Building two codebases doesn't exactly double the cost of development, but it's often not too far away. There are some efficiencies gained by not having to go through the requirement gathering stage or designing the application, but there's a significant amount of effort duplication, which is something most businesses are keen to avoid (since it costs $$$). 

Bar graph showing how many apps are released each month on app store

What are Progressive Web Applications?

PWAs are websites specifically optimised to offer a mobile app experience. They are built using core website technologies - HTML, CSS, JavaScript - and can run on any browser in every platform, including Android and iOS. 

Similar to native apps, PWAs can be saved on a smartphone's home screen, work offline, send push notifications, and use some of a device's features and hardware (not to the same extent native apps can). 

Google developed the PWA concept in 2015 to offer a fast, engaging and versatile app that works on mobile, tablet, and desktop environments. This way, users don't necessarily need to search and download a PWA from a specific app store. They can install it on the home screen directly from any browser when they visit your site using a smartphone. Once installed, the app will perform on full-screen like a native app. 

One of PWAs' biggest advantages is that businesses can achieve all three apps, a website, an Android and an iOS app, using a single codebase. This helps save on time and development costs. Some of the most popular PWAs include Twitter, Spotify, and Medium.  

Google has even started prioritising websites that adhere to PWA standards in their Lighthouse measurements:

Google Lighthouse image showing PWA score

Features of PWAs 

Some of the unique attributes that empower PWAs to offer a similar UX as native apps include:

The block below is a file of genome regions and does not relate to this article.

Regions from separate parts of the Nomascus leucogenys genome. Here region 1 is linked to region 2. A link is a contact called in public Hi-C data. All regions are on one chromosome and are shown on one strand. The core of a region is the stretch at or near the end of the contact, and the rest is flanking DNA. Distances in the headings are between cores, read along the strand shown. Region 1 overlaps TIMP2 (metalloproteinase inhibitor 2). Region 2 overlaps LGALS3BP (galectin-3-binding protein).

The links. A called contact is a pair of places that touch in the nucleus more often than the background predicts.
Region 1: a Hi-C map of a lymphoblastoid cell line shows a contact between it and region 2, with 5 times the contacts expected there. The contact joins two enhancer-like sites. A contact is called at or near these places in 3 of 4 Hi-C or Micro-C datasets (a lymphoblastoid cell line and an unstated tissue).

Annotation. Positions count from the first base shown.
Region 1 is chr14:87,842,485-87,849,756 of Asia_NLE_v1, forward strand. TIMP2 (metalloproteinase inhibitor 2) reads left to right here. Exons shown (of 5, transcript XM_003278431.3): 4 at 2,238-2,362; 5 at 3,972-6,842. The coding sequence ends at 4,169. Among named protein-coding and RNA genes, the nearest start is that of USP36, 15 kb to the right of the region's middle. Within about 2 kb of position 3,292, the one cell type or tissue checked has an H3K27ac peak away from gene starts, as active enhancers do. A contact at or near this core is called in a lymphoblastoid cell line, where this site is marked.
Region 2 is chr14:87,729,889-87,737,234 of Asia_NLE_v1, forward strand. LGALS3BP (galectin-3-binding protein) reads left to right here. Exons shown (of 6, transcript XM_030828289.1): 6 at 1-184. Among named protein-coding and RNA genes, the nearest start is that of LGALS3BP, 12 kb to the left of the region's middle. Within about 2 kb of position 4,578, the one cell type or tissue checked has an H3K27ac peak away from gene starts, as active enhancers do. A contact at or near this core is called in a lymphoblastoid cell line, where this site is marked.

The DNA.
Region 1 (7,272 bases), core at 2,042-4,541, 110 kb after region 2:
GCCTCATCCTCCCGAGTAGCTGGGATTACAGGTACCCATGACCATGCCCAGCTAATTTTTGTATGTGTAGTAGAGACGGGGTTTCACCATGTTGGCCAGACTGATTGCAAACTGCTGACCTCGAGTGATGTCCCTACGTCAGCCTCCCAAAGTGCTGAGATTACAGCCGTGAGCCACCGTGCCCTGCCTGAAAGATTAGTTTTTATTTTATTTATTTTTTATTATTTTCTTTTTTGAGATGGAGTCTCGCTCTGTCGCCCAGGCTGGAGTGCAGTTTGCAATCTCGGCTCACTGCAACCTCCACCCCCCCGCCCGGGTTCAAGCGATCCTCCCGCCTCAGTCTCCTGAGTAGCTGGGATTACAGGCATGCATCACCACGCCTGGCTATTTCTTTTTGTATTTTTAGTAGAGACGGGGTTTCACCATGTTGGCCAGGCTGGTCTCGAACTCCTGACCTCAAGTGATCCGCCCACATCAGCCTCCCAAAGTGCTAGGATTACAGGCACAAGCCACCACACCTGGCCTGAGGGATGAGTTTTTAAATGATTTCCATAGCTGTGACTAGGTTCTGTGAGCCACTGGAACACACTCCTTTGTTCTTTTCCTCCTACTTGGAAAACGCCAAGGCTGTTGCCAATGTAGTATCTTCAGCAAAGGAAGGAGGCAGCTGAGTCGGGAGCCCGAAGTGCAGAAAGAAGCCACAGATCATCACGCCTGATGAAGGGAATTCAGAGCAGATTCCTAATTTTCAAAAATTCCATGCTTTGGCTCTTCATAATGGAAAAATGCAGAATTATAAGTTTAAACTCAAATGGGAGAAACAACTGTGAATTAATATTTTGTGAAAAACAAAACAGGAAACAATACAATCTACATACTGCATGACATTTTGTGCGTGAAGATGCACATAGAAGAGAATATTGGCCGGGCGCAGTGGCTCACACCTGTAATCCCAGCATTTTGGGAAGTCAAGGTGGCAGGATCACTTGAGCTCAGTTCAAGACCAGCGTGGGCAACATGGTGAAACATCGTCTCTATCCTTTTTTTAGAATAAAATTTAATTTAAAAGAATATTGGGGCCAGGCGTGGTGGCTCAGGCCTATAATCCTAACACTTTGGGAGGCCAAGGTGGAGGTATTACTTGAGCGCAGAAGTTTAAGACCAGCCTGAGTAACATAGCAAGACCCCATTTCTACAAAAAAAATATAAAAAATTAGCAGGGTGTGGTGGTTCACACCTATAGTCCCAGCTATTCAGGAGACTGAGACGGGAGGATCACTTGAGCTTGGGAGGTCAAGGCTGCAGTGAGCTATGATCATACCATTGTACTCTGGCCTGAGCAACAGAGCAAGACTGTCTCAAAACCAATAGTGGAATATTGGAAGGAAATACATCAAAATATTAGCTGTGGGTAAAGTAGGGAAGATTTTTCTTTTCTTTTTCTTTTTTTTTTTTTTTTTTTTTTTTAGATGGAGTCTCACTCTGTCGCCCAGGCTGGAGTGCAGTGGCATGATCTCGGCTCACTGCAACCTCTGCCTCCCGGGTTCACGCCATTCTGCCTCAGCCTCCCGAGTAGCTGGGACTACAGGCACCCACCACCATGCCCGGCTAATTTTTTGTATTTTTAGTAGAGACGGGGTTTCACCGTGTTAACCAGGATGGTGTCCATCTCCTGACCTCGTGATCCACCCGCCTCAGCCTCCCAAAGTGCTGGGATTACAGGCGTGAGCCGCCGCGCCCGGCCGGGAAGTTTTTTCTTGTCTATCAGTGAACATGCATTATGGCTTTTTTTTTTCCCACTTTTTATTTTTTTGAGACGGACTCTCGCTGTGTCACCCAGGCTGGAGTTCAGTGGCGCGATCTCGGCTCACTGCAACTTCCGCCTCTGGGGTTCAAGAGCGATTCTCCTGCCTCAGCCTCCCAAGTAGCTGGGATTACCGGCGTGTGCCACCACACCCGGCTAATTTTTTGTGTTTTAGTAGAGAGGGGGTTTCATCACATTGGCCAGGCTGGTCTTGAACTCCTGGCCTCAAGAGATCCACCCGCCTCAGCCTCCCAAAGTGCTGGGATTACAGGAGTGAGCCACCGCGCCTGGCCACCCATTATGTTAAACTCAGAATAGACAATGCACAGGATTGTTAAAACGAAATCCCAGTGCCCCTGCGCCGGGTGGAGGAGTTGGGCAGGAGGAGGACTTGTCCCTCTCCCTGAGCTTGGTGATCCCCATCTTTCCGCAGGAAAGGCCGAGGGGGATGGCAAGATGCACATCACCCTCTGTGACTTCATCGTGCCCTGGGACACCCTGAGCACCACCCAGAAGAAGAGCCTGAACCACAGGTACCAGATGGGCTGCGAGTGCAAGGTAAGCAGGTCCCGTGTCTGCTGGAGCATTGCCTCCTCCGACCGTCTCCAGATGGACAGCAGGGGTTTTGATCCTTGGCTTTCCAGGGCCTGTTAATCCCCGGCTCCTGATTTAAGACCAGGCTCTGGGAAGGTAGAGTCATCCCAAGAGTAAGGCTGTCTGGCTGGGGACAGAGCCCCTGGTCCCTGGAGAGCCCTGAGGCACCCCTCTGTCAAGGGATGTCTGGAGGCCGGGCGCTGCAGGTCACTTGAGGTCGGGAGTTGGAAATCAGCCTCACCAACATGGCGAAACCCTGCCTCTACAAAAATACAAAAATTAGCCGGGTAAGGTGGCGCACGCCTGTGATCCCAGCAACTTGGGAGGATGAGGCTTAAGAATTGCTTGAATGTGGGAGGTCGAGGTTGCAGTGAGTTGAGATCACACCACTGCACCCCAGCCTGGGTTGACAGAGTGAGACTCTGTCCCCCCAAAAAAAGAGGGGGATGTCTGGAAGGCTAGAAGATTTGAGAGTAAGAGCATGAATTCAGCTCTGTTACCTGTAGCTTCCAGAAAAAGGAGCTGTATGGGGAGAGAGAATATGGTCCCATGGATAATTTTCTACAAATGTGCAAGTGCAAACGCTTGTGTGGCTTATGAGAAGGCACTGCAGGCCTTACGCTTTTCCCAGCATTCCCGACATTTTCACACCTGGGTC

Service workers 

For a web app to pass as a PWA, it needs a service worker. A service worked is a JavaScript file that acts as a proxy between a web browser and servers. They enable offline access to a website and, as a result, improve an app's reliability and performance. Service workers are supported by virtually every browser. 

When a user initiates a request on a PWA, service workers handle the request and decide to retrieve a response from the cached data or the server based on whether the user is on or offline. 

Web app manifest 

A web app manifest is a JSON (JavaScript Object Notation) file that contains a PWA's metadata. This includes default settings and parameters such as the app name, icon, theme color, screen orientation, and the URL to be opened when the app is launched, among other preferences. The file is usually deployed in the HTML page using the link tag as such: .

Application shell architecture 

Application shell architecture is a set of principles that ensures minimal user interface loading. The UI data is then cached before the PWA loads its content. This way, the next time a user visits the app, the cached data is displayed immediately, and any other new request is fetched from the server if the user is online. This model helps improve PWA loading time in addition to supporting offline availability.